Egg allergy in infancy predicts respiratory allergic disease by 4 years of age


Dr S. H. Arshad, The David Hide Asthma and Allergy, Research Center, St. Mary’s Hospital, Newport, Isle of Wight PO30 5TG, UK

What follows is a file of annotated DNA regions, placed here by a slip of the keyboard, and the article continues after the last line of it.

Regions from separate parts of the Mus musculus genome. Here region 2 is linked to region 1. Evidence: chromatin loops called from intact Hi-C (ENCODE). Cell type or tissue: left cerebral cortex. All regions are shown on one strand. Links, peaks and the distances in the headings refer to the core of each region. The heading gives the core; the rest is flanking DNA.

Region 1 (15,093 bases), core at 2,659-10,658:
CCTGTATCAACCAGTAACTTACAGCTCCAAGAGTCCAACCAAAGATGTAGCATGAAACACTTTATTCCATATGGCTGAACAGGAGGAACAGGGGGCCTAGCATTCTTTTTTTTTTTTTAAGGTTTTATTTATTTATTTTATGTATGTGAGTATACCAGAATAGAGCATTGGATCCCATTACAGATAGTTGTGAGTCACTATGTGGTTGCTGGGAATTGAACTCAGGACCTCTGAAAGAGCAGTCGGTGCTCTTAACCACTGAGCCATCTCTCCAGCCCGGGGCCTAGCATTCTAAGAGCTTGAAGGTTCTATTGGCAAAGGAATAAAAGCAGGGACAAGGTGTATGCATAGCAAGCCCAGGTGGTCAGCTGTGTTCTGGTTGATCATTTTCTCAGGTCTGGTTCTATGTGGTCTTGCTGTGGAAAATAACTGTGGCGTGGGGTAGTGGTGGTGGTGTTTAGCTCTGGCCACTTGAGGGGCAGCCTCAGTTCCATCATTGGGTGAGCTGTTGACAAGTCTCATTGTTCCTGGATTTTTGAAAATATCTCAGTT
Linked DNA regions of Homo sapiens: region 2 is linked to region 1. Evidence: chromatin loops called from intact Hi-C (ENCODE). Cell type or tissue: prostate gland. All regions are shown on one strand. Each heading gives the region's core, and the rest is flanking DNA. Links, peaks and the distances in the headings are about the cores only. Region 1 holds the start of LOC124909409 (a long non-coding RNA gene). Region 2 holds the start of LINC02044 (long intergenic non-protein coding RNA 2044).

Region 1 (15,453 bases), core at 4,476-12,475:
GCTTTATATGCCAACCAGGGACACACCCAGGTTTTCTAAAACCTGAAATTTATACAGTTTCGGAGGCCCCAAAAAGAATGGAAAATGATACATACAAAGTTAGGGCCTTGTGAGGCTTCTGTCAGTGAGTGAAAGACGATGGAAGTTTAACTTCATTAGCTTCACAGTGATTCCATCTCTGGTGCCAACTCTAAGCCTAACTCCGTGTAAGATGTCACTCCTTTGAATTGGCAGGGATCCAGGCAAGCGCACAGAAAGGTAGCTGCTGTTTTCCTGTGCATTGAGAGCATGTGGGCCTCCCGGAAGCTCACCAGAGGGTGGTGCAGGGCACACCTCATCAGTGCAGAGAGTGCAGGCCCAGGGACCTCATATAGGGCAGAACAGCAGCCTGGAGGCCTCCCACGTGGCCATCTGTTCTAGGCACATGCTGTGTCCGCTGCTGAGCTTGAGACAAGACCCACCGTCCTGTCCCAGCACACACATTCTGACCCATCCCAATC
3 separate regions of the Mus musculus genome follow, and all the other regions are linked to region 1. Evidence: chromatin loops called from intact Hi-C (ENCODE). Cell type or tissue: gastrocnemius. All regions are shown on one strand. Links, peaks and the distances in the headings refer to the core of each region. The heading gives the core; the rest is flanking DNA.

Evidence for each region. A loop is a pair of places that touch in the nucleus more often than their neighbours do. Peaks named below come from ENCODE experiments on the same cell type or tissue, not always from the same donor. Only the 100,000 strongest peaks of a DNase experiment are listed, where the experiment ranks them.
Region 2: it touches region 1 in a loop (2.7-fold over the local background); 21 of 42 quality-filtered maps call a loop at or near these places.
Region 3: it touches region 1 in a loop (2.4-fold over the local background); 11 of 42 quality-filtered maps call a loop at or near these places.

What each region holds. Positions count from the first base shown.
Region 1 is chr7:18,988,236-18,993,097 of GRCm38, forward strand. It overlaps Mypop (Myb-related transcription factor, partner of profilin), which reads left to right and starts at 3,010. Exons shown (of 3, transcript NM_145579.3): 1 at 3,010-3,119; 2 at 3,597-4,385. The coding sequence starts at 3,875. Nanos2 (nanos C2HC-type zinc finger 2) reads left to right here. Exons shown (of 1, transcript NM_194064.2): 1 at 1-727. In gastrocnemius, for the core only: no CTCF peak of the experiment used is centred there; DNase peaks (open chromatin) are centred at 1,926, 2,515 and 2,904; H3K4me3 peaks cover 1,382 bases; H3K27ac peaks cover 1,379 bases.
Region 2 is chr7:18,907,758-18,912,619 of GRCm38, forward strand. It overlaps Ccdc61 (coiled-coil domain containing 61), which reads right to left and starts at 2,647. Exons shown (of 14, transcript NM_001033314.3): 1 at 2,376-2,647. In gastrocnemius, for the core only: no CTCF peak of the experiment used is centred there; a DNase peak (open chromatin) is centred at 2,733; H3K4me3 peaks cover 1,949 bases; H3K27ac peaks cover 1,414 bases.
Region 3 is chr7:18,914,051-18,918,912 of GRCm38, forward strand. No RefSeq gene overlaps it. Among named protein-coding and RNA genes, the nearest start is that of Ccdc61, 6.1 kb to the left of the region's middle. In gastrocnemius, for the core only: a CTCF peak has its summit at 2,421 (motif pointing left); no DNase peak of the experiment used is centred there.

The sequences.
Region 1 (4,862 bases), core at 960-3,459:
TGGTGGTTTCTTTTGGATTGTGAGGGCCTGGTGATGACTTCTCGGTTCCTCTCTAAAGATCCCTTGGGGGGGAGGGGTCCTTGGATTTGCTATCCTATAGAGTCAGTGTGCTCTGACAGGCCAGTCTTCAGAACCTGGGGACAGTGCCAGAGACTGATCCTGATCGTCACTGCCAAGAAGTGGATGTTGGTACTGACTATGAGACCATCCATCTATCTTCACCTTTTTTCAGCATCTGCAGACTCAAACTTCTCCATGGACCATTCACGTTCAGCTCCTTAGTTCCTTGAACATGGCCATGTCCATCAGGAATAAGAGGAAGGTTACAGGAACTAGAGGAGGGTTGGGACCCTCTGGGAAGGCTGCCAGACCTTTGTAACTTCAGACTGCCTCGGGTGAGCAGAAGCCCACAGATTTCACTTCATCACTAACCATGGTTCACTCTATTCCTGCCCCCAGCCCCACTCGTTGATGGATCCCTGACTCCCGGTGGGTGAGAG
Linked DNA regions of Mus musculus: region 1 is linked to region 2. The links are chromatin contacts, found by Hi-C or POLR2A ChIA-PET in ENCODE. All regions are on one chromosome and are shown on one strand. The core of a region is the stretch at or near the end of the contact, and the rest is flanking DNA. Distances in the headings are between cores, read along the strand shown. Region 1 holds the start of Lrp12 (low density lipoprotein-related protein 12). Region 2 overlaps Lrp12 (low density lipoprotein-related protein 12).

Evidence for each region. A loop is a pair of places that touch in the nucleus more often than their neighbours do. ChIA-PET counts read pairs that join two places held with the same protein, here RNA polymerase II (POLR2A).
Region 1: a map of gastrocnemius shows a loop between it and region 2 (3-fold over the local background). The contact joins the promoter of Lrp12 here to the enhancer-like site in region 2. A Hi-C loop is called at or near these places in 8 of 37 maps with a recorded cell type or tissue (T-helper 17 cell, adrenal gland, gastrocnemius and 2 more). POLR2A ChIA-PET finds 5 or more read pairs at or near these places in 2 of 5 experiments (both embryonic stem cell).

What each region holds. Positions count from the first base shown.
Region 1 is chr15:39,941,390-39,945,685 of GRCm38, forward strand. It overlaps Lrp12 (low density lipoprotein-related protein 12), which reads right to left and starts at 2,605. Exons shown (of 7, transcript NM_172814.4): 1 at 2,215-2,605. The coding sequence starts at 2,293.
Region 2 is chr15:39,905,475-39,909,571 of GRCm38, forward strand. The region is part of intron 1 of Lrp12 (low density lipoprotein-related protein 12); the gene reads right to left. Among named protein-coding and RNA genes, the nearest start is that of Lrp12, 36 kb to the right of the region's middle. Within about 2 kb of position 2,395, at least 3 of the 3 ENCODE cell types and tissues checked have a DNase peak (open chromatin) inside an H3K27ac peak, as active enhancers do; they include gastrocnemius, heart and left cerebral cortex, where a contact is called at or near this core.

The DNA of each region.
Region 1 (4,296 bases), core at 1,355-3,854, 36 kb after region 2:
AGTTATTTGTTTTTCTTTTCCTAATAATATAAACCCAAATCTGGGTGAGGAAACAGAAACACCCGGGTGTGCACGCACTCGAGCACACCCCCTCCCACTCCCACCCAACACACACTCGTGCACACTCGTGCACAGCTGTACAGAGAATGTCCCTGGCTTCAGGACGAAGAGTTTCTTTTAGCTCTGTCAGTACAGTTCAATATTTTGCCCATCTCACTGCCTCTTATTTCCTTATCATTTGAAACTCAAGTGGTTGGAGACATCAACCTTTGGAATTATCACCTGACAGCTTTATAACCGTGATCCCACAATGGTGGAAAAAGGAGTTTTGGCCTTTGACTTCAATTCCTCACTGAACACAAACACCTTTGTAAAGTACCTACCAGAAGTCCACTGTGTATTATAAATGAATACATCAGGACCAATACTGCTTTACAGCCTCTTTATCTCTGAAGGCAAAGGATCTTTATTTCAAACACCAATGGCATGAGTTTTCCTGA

Sensitization to hen’s egg early in life has been proposed as a predictor for respiratory allergic disease during childhood. However, symptomatic egg allergy in infancy has not been studied in this context. In 1989, a cohort of consecutive births was recruited. Data on family history of atopy and environmental factors were collected. At 4 years of age, 1218 children were seen of whom 981 were skin-prick tested with a range of food and aero-allergens. Of the 1218 children, 29 (2.4%) had suffered symptomatic egg allergy (20 during infancy). Egg allergy in infancy was associated with increased respiratory (asthma, rhinitis) allergic disease (odds ratio [OR] 5.0, 95% confidence intervals [CI] 1.1–22.3; p < 0.05) at 4 years of age, with a positive predictive value (PPV) of 55.0%. The addition of infantile eczema to egg allergy increased the PPV to 80% whereas the addition of family history of atopy had no effect. Egg allergy also increased aero-allergen sensitization (OR 6.1, CI 1.1–37.5; PPV 61.1%; p < 0.05). As a predictor for respiratory allergic disease and aero-allergen sensitization, it carried a high specificity but poor sensitivity. Hence, egg allergy in infancy, especially when coexisting with eczema, increases respiratory allergic symptoms and aero-allergen sensitization in early childhood.